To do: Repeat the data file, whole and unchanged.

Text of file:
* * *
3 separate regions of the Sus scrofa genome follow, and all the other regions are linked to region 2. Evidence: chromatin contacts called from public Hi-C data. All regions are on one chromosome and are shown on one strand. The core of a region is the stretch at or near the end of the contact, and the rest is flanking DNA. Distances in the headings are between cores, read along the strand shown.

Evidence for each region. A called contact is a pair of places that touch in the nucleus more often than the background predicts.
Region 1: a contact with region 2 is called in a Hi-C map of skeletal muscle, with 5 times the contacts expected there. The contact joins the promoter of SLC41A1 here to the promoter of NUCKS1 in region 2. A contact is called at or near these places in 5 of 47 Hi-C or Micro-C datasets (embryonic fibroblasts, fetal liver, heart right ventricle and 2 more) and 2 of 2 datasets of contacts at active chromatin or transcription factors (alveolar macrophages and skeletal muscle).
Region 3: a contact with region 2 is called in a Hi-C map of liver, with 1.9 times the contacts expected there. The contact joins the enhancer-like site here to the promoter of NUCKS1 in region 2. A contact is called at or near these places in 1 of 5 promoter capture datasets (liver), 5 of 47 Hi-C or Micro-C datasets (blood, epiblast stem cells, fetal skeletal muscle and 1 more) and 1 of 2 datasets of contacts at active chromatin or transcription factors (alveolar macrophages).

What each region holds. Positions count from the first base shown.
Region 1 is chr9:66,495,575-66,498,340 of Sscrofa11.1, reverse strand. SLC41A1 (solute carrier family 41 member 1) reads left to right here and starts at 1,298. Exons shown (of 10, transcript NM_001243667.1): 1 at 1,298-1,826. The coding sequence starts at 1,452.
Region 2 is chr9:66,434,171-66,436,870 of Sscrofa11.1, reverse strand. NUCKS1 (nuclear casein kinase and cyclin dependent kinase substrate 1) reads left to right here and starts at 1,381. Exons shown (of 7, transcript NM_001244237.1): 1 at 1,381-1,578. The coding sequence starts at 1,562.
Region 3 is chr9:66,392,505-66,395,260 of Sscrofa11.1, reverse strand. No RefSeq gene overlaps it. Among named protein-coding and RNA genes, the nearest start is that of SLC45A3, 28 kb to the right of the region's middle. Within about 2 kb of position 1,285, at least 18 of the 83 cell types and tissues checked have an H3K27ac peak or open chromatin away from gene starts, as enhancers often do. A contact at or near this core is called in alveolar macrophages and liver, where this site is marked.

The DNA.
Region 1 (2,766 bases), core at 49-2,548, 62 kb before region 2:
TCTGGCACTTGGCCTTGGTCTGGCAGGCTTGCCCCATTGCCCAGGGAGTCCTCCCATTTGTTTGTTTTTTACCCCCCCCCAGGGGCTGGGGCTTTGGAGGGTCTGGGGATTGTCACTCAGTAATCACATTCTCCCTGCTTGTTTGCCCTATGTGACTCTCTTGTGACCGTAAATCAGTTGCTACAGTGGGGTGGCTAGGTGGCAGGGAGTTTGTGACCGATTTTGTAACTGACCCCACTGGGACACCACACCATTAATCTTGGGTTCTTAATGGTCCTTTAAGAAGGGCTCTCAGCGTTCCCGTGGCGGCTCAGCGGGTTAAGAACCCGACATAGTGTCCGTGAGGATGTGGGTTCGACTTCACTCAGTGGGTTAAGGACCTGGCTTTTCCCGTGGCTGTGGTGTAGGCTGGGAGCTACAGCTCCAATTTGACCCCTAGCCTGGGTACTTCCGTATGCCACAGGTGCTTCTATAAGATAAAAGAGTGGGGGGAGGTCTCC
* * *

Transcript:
3 separate regions of the Sus scrofa genome follow, and all the other regions are linked to region 2. Evidence: chromatin contacts called from public Hi-C data. All regions are on one chromosome and are shown on one strand. The core of a region is the stretch at or near the end of the contact, and the rest is flanking DNA. Distances in the headings are between cores, read along the strand shown.

Evidence for each region. A called contact is a pair of places that touch in the nucleus more often than the background predicts.
Region 1: a contact with region 2 is called in a Hi-C map of skeletal muscle, with 5 times the contacts expected there. The contact joins the promoter of SLC41A1 here to the promoter of NUCKS1 in region 2. A contact is called at or near these places in 5 of 47 Hi-C or Micro-C datasets (embryonic fibroblasts, fetal liver, heart right ventricle and 2 more) and 2 of 2 datasets of contacts at active chromatin or transcription factors (alveolar macrophages and skeletal muscle).
Region 3: a contact with region 2 is called in a Hi-C map of liver, with 1.9 times the contacts expected there. The contact joins the enhancer-like site here to the promoter of NUCKS1 in region 2. A contact is called at or near these places in 1 of 5 promoter capture datasets (liver), 5 of 47 Hi-C or Micro-C datasets (blood, epiblast stem cells, fetal skeletal muscle and 1 more) and 1 of 2 datasets of contacts at active chromatin or transcription factors (alveolar macrophages).

What each region holds. Positions count from the first base shown.
Region 1 is chr9:66,495,575-66,498,340 of Sscrofa11.1, reverse strand. SLC41A1 (solute carrier family 41 member 1) reads left to right here and starts at 1,298. Exons shown (of 10, transcript NM_001243667.1): 1 at 1,298-1,826. The coding sequence starts at 1,452.
Region 2 is chr9:66,434,171-66,436,870 of Sscrofa11.1, reverse strand. NUCKS1 (nuclear casein kinase and cyclin dependent kinase substrate 1) reads left to right here and starts at 1,381. Exons shown (of 7, transcript NM_001244237.1): 1 at 1,381-1,578. The coding sequence starts at 1,562.
Region 3 is chr9:66,392,505-66,395,260 of Sscrofa11.1, reverse strand. No RefSeq gene overlaps it. Among named protein-coding and RNA genes, the nearest start is that of SLC45A3, 28 kb to the right of the region's middle. Within about 2 kb of position 1,285, at least 18 of the 83 cell types and tissues checked have an H3K27ac peak or open chromatin away from gene starts, as enhancers often do. A contact at or near this core is called in alveolar macrophages and liver, where this site is marked.

The DNA.
Region 1 (2,766 bases), core at 49-2,548, 62 kb before region 2:
TCTGGCACTTGGCCTTGGTCTGGCAGGCTTGCCCCATTGCCCAGGGAGTCCTCCCATTTGTTTGTTTTTTACCCCCCCCCAGGGGCTGGGGCTTTGGAGGGTCTGGGGATTGTCACTCAGTAATCACATTCTCCCTGCTTGTTTGCCCTATGTGACTCTCTTGTGACCGTAAATCAGTTGCTACAGTGGGGTGGCTAGGTGGCAGGGAGTTTGTGACCGATTTTGTAACTGACCCCACTGGGACACCACACCATTAATCTTGGGTTCTTAATGGTCCTTTAAGAAGGGCTCTCAGCGTTCCCGTGGCGGCTCAGCGGGTTAAGAACCCGACATAGTGTCCGTGAGGATGTGGGTTCGACTTCACTCAGTGGGTTAAGGACCTGGCTTTTCCCGTGGCTGTGGTGTAGGCTGGGAGCTACAGCTCCAATTTGACCCCTAGCCTGGGTACTTCCGTATGCCACAGGTGCTTCTATAAGATAAAAGAGTGGGGGGAGGTCTCC